KSWO-TV carries the entire ABC network schedule, however the station carries the network's political/news discussion program This Week on a half-hour delay on Sunday mornings (at 9:30 a.m.), due to its broadcast of the hour-long religious program In Touch with Dr. Charles Stanley. In addition, syndicated programs broadcast on KSWO include Live! with Kelly and Michael, The Ellen DeGeneres Show, Castle, The Doctors, Extra and Who Wants to Be a Millionaire.

KSWO-TV has broadcast the annual West Texas Rehabilitation Center telethon from Abilene each year since 1971. The telethon airs on a Saturday night each January on television stations serving various markets in northern, western and central Texas.

News operation

KSWO-TV presently broadcasts 22 hours of locally produced newscasts each week (with four hours on weekdays and one hour each on Saturdays and Sundays); in regards to the number of hours devoted to news programming, it is the highest local newscast output among the Wichita Falls-Lawton market's broadcast television stations, tied with NBC affiliate KFDX and beating CBS affiliate KAUZ-TV's weekly news total by a half-hour.

Among the Wichita Falls-Lawton market's local newscasts, KSWO has a ratings stronghold on the Oklahoma side of the market, while KAUZ and KFDX primarily compete for the audience on the Texas side.

KSWO pioneered new developments to the local area in weather forecasting throughout its history, particularly with severe weather coverage across its nearly 30-county viewing area in Southwest Oklahoma and North Texas. Channel 7 was first with its own on-site weather radar (which was displayed in black and white) in the late 1950s or early 1960s, introduced the market's first color radar in 1976 (called "Accu-scan 7") and introduced the area's first Doppler weather radar in 1984 more than 10 years ahead of arch-rivals KFDX and KAUZ.

KSWO-TV has several longtime veterans who have been with the station for 20 years or longer. Jan Stratton has served as anchor continuously since 1981 and was news director until July 2006, while co-anchor and current news director, David Bradley has been with the station since 1986 first as sports director/anchor for 13 years and then as news anchor since 1999. Tom Charles, a familiar face to Channel 7 viewers since the early 1960s, officially retired from KSWO-TV after 45 years of service on December 31, 2010. He served as chief weathercaster/meteorologist from 1964 to 1996 and then as anchor of the 5:30 a.m. newscast and Good Morning Texoma co-anchor from 2000 to 2010 following a four-year stint as chief meteorologist at CBS affiliate KAUZ-TV in Wichita Falls, Texas. Larry Patton has served as general manager of KSWO-TV since 1976 and has been employed by the station since 1967. In June 2011, KSWO began broadcasting its local newscasts in high definition, becoming the first station in the Wichita Falls-Lawton market to make the upgrade.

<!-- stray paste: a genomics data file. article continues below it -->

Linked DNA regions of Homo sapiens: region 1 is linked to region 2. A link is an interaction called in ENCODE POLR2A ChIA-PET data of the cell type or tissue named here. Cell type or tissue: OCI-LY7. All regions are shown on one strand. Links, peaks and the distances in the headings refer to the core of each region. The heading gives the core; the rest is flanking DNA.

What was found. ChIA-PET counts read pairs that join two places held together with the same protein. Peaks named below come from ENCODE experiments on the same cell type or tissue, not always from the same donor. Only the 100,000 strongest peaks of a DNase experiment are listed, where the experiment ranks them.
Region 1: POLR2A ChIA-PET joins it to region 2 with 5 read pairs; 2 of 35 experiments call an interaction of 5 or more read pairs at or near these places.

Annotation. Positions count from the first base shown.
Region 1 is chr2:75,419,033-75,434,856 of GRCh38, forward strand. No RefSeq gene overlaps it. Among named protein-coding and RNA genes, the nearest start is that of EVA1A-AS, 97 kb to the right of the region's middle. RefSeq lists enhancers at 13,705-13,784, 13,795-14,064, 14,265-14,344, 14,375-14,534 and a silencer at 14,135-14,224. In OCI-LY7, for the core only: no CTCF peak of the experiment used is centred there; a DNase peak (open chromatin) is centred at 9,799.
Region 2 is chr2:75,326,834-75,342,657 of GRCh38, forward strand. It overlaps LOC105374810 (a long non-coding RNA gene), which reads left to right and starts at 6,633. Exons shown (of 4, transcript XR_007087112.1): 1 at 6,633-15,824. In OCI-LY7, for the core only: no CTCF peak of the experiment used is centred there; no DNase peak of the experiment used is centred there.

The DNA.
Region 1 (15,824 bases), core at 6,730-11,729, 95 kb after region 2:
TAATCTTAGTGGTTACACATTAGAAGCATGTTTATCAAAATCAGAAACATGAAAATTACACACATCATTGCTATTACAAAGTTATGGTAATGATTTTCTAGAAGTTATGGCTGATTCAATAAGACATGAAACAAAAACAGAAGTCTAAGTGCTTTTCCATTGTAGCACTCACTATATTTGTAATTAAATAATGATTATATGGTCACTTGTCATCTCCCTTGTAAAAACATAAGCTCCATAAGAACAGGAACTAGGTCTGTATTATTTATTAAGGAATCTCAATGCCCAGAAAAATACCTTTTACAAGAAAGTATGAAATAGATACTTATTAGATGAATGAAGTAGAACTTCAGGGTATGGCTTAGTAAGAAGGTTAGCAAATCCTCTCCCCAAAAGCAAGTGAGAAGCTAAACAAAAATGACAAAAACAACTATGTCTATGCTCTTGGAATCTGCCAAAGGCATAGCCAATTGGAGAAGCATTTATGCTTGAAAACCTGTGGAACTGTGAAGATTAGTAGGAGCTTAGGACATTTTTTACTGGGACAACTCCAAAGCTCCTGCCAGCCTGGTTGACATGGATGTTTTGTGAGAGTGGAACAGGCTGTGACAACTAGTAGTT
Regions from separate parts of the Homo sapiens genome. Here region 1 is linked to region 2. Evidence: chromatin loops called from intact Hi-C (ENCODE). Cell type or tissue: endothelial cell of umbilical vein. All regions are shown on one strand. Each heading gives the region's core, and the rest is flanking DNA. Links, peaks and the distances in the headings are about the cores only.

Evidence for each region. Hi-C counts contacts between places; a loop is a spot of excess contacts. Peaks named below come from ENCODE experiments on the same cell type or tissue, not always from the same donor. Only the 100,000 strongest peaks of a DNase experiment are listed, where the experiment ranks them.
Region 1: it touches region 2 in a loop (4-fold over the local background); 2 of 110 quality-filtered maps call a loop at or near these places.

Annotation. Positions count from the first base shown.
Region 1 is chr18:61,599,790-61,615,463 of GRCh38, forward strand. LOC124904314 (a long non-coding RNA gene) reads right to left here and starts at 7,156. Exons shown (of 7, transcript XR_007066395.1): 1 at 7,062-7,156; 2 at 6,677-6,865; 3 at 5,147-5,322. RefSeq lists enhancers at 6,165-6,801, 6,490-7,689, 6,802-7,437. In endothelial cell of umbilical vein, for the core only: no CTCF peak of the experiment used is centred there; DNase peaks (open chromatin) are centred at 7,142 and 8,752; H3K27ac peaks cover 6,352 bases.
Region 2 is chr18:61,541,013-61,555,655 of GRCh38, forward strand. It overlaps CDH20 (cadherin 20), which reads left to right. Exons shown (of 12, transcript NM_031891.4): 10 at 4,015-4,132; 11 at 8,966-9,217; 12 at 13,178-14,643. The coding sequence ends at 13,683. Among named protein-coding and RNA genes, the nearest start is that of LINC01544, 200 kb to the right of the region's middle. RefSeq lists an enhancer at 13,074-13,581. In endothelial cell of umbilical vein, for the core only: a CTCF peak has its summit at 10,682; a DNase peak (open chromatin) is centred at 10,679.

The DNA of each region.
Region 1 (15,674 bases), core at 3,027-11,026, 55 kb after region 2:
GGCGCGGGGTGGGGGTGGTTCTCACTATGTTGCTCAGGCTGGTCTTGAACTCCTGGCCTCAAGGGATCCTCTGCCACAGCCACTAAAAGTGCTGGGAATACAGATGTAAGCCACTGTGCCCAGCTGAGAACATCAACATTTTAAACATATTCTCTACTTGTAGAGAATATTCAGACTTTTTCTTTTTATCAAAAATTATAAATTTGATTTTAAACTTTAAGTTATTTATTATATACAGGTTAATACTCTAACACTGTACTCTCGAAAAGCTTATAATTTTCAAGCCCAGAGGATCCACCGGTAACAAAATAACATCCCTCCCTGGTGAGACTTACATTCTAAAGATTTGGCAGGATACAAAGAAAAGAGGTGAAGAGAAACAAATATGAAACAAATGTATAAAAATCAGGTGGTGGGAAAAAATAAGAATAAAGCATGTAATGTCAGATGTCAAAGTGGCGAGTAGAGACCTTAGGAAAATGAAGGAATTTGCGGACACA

For the May 2009 ratings period, according to Nielsen Media Research, KSWO's newscasts ranked in first place on weekdays for the morning show, as well as at 6 and 10 p.m. However, the station has showed a slight drop in ratings ever since acquisition of newsroom assets of Wichita Falls station, KAUZ. Drewry management decided to purchase only newsroom assets in fall of 2009 and moved longtime station manager, Mike Taylor, to general manager at KAUZ. Ironically, Nexstar Broadcasting Group-owned KFDX, the other news station in the Lawton-Wichita Falls market, has showed improvement in ratings rather than an increase either for KAUZ or KSWO.